Dr. Adejumoke Ale shares her experience as a volunteer in Nigeria.
What was the best part about contributing to Farmer-to-Farmer as a national volunteer in their country/region?
I was elated to be able to give back to my country using the skills I have acquired over the years. It was rewarding and it gave me a sense of fulfilment. It also afforded me the opportunity to meet the needs of clients or people who ordinarily wouldn’t have crossed my path. I met interesting people, young and old contributing their quota to the development of agriculture in Nigeria.
My first assignment was with a Non-governmental organization, Agrolearn where I contributed to the development of training modules that could be used by agricultural extension agents as well as facilitating four sessions of training. The trainees were warm and enthusiastic to learn. The trainees also sharpened my view of some aspects of extension as they brought their experiences on board.
My second assignment was institutional assessment at the Federal College of Fisheries and Marine Technology, Victoria Island, Lagos. I was able to help conduct SWOT analysis of the institution which gave me a sense of fulfilment
What was the best part about working with a remote US based volunteer?
The best part was the opportunity to learn new ideas from another clime. I also loved the ideas shared and the two I worked with so far have great personalities. I think developing modules together also broadened my knowledge. I have always longed for an exchange program of some sort and working with them gave me a peek into what it would look like should I embark on that.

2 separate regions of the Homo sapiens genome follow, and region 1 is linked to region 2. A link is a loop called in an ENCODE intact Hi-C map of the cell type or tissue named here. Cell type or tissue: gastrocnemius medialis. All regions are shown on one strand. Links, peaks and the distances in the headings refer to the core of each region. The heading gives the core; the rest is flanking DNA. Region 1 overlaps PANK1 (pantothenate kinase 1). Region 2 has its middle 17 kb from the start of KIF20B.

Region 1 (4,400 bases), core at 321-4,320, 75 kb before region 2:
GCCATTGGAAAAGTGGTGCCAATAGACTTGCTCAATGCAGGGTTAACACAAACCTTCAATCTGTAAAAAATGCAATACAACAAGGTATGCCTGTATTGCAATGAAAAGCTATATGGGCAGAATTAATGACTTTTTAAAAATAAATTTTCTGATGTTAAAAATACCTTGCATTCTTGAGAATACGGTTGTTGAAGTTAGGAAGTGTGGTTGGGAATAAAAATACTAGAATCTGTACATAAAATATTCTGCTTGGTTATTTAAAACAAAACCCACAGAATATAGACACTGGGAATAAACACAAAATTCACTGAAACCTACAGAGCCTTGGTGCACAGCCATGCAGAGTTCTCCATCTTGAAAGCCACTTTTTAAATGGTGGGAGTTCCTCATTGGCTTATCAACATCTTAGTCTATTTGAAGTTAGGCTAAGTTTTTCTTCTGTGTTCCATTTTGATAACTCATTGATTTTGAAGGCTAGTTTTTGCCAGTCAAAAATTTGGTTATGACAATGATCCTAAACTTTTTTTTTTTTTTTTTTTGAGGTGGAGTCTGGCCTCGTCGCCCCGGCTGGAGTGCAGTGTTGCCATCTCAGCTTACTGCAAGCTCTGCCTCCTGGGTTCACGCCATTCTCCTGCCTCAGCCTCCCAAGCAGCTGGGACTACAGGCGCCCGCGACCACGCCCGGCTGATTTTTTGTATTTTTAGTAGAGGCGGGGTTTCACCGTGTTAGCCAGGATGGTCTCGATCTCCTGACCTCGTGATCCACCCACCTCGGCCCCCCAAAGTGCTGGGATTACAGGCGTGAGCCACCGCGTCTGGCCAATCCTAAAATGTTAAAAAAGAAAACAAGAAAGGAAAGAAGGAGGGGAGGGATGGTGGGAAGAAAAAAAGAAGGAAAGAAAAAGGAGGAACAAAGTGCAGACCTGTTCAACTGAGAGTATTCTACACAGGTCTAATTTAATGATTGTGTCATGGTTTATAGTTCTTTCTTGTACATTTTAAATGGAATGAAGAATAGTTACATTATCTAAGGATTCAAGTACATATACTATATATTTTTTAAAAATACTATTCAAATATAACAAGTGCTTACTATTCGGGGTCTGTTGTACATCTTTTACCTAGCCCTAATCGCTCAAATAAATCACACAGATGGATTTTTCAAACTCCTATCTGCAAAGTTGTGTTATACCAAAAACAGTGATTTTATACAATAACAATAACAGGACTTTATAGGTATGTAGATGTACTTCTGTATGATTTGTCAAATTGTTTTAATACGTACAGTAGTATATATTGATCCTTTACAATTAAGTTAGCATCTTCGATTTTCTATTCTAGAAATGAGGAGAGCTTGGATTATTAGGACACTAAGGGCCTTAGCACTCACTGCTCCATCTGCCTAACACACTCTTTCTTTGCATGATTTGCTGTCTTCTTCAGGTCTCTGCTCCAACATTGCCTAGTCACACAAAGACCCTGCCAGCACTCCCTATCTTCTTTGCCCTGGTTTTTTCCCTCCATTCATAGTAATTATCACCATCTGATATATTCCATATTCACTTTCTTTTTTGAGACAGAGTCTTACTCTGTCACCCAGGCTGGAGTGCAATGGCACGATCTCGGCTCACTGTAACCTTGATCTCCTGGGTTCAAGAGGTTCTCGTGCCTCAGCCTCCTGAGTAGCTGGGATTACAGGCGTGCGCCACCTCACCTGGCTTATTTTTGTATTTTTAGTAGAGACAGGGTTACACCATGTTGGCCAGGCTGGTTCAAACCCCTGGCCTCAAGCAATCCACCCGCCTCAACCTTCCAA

What did you learn/were there any cultural exchanges with the US volunteer and/or your host?
Yes, there were a few with the international partners. In developing the modules on my first assignment, Dr. Laurie Murrah-Hanson and I developed an in-depth module on program planning and development which broadened my knowledge. That stood out for me.
Working with Professor Gary Wingenbach was so rewarding as he explained how to use the OCI tool for institutional assessment in details. Listening to his sessions also gave me an insight to what practices are obtainable in teaching and learning in the United States. For instance, emphasis on other aspects of the learner apart from cognitive development is now top priority for me as I impact knowledge.
The hosts I have worked with so far are from my own section of the country, so no major exchange has taken place.
What lasting impact did volunteering with Winrock have on you?
It has aroused a desire to be selfless and make a difference in the agricultural sector. I admire the drive and focus of the organization. The passion of their staff to achieve results is also commendable and worthy of emulation. I also hope they keep this window open even after COVID19.